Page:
SCIENTISTS’ WORK COULD INSPIRE FUTURE FLY RUG DESIGNS

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Experts discover how and why zebra stripes work.

Researchers at the University of Bristol have been finding out why stripped zebra coats are good at thwarting horsefly attack. 

Researchers draped different patterned cloth over horses and filmed incoming biting flies

Their study involved draping different coloured cloth over horses and filming incoming biting insects.

The results could therefore influence future fly rug designs.  

The scientists have confirmed why black-white stripes and small dark patches are particularly effective at repelling insects. Their study is published in the Journal of Experimental Biology.

The research was led by Prof Tim Caro and Dr Martin How, both from the University of Bristol’s School of Biological Studies.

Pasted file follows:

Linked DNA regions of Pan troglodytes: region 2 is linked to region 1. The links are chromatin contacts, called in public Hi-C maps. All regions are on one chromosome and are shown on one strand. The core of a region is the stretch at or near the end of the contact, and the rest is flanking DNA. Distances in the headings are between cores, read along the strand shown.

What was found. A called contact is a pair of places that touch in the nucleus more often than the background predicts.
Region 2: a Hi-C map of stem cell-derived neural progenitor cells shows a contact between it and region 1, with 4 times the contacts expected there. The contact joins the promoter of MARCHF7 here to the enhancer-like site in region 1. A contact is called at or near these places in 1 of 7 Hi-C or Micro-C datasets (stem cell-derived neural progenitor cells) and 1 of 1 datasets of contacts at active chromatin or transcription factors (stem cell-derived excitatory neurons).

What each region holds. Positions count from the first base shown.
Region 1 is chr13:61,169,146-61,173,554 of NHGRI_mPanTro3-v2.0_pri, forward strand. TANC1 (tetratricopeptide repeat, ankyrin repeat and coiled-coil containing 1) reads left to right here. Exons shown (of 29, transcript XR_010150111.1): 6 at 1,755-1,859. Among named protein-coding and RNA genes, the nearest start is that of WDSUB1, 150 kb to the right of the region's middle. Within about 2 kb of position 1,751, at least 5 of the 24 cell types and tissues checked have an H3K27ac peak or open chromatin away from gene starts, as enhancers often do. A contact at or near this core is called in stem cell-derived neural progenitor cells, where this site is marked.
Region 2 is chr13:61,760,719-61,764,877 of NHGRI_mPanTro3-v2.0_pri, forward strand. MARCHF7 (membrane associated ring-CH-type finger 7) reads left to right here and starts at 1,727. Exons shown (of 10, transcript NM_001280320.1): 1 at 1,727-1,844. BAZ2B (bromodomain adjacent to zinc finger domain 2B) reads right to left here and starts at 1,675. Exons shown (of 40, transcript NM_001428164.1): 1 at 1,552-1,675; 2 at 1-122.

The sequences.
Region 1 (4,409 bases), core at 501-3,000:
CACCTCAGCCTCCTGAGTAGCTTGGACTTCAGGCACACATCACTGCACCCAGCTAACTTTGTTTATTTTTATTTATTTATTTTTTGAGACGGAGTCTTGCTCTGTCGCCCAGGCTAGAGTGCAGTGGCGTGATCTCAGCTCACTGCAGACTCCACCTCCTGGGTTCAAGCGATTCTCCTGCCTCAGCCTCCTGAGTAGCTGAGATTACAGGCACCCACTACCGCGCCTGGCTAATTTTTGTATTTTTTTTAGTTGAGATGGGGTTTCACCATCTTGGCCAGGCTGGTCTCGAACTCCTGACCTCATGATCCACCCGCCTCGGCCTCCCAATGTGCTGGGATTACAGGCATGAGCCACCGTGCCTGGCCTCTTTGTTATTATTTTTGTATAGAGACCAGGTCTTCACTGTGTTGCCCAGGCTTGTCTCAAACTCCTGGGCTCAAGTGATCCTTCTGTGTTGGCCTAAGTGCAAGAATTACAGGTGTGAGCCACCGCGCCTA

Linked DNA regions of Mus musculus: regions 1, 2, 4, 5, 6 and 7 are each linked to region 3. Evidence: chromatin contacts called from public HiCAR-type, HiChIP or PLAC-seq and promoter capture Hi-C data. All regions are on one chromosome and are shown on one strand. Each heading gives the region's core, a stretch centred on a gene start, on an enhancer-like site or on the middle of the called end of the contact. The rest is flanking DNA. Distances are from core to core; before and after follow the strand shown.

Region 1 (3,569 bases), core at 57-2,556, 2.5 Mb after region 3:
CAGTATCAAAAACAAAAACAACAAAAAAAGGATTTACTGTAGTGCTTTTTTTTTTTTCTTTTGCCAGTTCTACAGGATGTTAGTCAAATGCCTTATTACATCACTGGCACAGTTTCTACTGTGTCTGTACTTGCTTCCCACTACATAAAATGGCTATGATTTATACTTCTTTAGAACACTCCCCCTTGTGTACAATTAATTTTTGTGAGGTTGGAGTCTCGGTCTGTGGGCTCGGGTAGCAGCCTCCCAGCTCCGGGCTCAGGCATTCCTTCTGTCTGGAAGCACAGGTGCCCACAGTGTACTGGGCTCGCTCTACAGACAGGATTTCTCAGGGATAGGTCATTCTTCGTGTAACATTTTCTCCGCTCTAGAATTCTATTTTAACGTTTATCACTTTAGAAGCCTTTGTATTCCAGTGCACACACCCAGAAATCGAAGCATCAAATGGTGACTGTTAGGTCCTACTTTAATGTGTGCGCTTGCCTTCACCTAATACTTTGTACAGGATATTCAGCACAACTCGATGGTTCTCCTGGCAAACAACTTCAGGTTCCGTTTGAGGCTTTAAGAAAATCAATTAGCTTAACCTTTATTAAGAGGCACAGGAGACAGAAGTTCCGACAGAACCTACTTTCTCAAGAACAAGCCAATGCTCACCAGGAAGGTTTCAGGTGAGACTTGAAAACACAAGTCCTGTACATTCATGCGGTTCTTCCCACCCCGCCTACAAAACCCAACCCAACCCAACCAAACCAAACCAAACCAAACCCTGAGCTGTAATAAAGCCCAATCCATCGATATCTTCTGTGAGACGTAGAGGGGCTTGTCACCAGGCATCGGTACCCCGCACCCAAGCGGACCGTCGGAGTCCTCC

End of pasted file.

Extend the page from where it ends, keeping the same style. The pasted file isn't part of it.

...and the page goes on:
“We knew that horseflies are averse to landing on striped objects - a number of studies have shown this. But it’s not clear which aspects of stripes they find aversive,” explained Dr Caro.

“Is it the thinness of the stripes? The contrast of black and white? The polarized signal that can be given off objects? 

“So we set out to explore these issues using different patterned cloths draped over horses and filmed incoming horseflies.”

Why stripes work

The team found that tabanid horseflies are attracted to large dark objects in their environment but less to dark broken patterns. 

All-grey coats were associated with by far the most landings, followed by coats with large black triangles placed in different positions; then small checkerboard patterns in no particular order. 

In another experiment, they found contrasting stripes attracted few flies whereas more homogeneous stripes were more attractive.

Professor Caro added: “This suggests that any hoofed animal that reduces its overall dark outline against the sky will benefit in terms of reduced ectoparasite attack.”

The team found little evidence for other issues that they tested, namely polarization or optical illusions confusing accurate landings such as the so-called ‘wagon-wheel effect’ or ‘the barber-pole effect’

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